When COVID-19 occurred, the post-secondary courses were conducted on ground moved to online within two weeks. Educational institutions with robust online platforms were positioned well for this crisis. Panicking in a crisis situation is never a fruitful or acceptable endeavor. Some faculty and students embraced the modality change, while others struggled. K-12 schools also raced to make a change in modality to online courses. Pandemic environments are unforgiving as they do discriminate and impact all communities, businesses, educational institutions and governments, and the entire world has felt the impact. With everyone required to work from their homes, the work environment has changed. What made the change easier for new remote employees was a connection to the team. Hosting Zoom, Skype or any virtual meeting product, weekly meetings provide that connectivity, allow for questions, provide direction, and assess project schedules.

The challenge for the education and business community post-COVID-19 is to examine the situations which occurred and add to the body of literature. When history looks upon this pandemic, there will be examples of heroes, unwavering faith, fear, stoic management, communication, professionalism, and patience. In reflection of these attributes, we must decide what our roles will be in this case study. How will people provide guidance in a time of uncertainty and solve problems with great empathy and concern, while balancing the needs of the company? The challenge is to be consistent with both – the accuracy of communication and raising the standard in the industry.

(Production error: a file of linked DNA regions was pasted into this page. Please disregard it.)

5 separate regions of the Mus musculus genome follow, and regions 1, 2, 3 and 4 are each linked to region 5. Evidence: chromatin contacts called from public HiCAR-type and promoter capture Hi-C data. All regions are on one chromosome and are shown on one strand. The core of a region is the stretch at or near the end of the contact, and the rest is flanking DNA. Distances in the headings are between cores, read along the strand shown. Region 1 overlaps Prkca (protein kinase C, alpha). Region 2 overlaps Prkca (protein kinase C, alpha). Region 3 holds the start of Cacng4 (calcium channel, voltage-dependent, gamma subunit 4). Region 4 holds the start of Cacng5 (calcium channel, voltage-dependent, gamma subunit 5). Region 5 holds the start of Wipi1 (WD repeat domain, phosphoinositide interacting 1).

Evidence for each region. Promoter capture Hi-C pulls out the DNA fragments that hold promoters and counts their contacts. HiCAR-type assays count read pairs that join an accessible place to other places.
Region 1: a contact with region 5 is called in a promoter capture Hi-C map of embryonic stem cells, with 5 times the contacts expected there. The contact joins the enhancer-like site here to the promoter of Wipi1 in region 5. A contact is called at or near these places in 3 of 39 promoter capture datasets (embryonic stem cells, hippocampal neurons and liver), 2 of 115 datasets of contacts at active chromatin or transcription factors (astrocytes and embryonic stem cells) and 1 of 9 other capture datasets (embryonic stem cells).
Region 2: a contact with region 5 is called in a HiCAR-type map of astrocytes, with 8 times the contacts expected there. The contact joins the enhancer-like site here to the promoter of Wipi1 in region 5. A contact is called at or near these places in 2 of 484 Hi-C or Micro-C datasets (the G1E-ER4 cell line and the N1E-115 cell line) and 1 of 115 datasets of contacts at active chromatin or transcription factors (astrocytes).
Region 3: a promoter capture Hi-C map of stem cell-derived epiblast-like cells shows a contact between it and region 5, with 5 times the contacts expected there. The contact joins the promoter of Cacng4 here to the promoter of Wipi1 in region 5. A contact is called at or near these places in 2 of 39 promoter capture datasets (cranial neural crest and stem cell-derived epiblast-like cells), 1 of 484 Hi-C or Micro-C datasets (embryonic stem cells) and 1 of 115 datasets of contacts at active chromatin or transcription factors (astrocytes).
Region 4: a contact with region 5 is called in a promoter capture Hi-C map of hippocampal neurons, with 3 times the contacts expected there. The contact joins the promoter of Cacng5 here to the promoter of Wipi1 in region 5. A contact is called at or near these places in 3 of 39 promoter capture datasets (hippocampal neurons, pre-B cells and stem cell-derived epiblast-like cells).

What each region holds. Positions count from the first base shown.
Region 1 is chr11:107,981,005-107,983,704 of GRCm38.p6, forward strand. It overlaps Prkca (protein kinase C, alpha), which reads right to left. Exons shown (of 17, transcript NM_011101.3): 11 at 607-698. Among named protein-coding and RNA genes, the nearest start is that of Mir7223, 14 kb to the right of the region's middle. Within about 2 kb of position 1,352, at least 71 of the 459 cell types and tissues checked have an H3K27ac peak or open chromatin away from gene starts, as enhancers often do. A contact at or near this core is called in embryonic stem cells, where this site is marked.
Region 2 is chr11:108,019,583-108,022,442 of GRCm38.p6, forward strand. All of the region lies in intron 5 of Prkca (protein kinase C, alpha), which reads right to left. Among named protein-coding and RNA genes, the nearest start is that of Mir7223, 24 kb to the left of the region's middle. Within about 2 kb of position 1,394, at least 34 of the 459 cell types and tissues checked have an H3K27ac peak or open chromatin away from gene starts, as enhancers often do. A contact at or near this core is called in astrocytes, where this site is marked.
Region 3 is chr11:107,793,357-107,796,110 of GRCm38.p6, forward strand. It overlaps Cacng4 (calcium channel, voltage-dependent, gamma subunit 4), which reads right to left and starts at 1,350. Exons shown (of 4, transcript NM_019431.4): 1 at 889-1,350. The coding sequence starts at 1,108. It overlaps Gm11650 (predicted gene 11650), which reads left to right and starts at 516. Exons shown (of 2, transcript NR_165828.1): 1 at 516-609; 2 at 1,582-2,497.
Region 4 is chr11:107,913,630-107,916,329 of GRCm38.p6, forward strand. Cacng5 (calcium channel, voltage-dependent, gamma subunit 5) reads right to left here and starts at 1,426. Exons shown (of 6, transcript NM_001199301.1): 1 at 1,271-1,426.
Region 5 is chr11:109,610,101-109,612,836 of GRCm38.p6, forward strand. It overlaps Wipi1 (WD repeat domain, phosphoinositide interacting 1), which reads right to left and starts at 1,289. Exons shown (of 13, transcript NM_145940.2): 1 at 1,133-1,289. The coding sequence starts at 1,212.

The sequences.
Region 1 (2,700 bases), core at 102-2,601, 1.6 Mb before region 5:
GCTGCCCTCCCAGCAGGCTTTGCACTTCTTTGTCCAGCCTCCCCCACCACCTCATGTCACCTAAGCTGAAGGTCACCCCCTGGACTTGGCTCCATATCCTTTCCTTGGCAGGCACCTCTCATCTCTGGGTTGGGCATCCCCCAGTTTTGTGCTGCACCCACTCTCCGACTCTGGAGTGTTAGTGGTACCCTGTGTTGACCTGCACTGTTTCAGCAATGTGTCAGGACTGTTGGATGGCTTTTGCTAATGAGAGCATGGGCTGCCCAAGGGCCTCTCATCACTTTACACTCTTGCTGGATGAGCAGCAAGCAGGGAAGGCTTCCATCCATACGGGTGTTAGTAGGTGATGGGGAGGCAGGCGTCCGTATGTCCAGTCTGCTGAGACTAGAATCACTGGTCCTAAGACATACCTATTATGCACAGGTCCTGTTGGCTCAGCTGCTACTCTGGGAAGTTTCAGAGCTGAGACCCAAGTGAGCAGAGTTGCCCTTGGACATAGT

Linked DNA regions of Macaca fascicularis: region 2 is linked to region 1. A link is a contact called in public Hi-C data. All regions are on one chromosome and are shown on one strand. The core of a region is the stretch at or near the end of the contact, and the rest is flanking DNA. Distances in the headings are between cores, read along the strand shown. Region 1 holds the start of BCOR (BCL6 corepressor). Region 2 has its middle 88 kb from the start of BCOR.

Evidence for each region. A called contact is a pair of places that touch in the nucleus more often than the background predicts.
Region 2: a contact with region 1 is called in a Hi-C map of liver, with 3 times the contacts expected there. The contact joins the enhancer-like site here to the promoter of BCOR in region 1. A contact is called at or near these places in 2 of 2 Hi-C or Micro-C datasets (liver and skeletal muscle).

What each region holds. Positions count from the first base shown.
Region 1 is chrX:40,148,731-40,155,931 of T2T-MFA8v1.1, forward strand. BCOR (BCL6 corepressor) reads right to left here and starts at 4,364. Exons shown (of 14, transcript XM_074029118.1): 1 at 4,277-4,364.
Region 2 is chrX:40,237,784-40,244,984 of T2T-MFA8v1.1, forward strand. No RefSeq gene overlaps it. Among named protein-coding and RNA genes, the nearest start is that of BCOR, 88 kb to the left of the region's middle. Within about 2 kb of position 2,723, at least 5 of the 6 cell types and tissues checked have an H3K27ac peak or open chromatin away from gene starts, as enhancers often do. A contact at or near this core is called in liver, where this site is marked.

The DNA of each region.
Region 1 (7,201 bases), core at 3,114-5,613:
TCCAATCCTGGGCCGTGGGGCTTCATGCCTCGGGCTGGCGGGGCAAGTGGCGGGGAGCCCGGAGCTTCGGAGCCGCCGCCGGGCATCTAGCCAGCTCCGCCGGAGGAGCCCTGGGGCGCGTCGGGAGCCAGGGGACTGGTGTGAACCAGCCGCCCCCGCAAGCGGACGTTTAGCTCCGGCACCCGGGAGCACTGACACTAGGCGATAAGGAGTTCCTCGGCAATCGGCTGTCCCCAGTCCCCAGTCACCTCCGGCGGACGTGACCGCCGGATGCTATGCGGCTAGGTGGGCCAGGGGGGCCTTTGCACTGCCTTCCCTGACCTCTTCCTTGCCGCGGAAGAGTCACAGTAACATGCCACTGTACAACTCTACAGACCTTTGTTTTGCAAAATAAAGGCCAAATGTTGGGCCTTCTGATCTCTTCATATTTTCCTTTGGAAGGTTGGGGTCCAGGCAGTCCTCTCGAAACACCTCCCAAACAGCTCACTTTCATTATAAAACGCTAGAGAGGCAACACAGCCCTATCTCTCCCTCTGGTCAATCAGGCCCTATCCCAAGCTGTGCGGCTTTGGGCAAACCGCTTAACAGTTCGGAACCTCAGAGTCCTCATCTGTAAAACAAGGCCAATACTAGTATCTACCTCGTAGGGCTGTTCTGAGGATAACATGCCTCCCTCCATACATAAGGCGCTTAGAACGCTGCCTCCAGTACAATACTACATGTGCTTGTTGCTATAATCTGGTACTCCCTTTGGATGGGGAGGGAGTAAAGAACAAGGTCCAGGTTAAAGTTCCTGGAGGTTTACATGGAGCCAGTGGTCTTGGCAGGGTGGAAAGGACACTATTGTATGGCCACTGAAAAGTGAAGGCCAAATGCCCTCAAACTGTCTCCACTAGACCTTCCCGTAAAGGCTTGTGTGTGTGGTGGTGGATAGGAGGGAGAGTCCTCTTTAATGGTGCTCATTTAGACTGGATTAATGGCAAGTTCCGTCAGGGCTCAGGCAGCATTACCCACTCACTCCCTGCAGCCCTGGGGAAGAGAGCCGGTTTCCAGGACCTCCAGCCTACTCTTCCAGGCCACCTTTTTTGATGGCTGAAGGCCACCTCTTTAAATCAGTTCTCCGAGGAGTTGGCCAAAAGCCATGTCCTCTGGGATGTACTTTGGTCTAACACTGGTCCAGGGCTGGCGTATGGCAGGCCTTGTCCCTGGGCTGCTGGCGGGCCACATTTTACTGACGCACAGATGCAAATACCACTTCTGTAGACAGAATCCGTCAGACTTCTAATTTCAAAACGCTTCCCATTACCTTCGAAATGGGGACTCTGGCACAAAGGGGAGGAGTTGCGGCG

References:

Colvin, K., Champaign, J. Liu, A., Zhou, Q., Fredericks, C., and Pritchard, D. (September 2014). Learning in an Introductory Physics MOOC (Massive Open Online Courses): All Cohorts Learn Equally, Including an On-Campus Class. International Review of Research in Open and Distributed Learning. http://www.irrodl.org/index.php/irrodl/article/view/1902/3009

Faulconer, E. & Gruss, A. (April 2018). A Review to Weigh the Pros and Cons of Online, Remote, and Distance Science Laboratory Experiences. International Review of Research in Open and Distributed Learning, 19(2). http://www.irrodl.org/index.php/irrodl/article/view/3386/4624

Jackson, C. (2018). Advantages and Disadvantages of Online Meetings. My Own Conference. https://myownconference.com/blog/en/index.php/advantages-disadvantages-Online-meetings/

Lederman, D. (2020) Most teaching is going remote. Will that help or hurt online learning? Inside Higher Ed. https://www.insidehighered.com/digital-learning/article/2020/03/18/most-teaching-going-remote-will-help-or-hurt-online-learning

McArdle, K. (2019). Best Practices for Managing Virtual Teams. SureSwift Capital. https://www.sureswiftcapital.com/blog/managing-virtual-teams-best-practices/

Paul, K. (2020). Worried about Zoom's privacy problems?A guide to your video-conferencing options. The Guardian https://www.theguardian.com/technology/2020/apr/08/zoom-privacy-video-chat-alternatives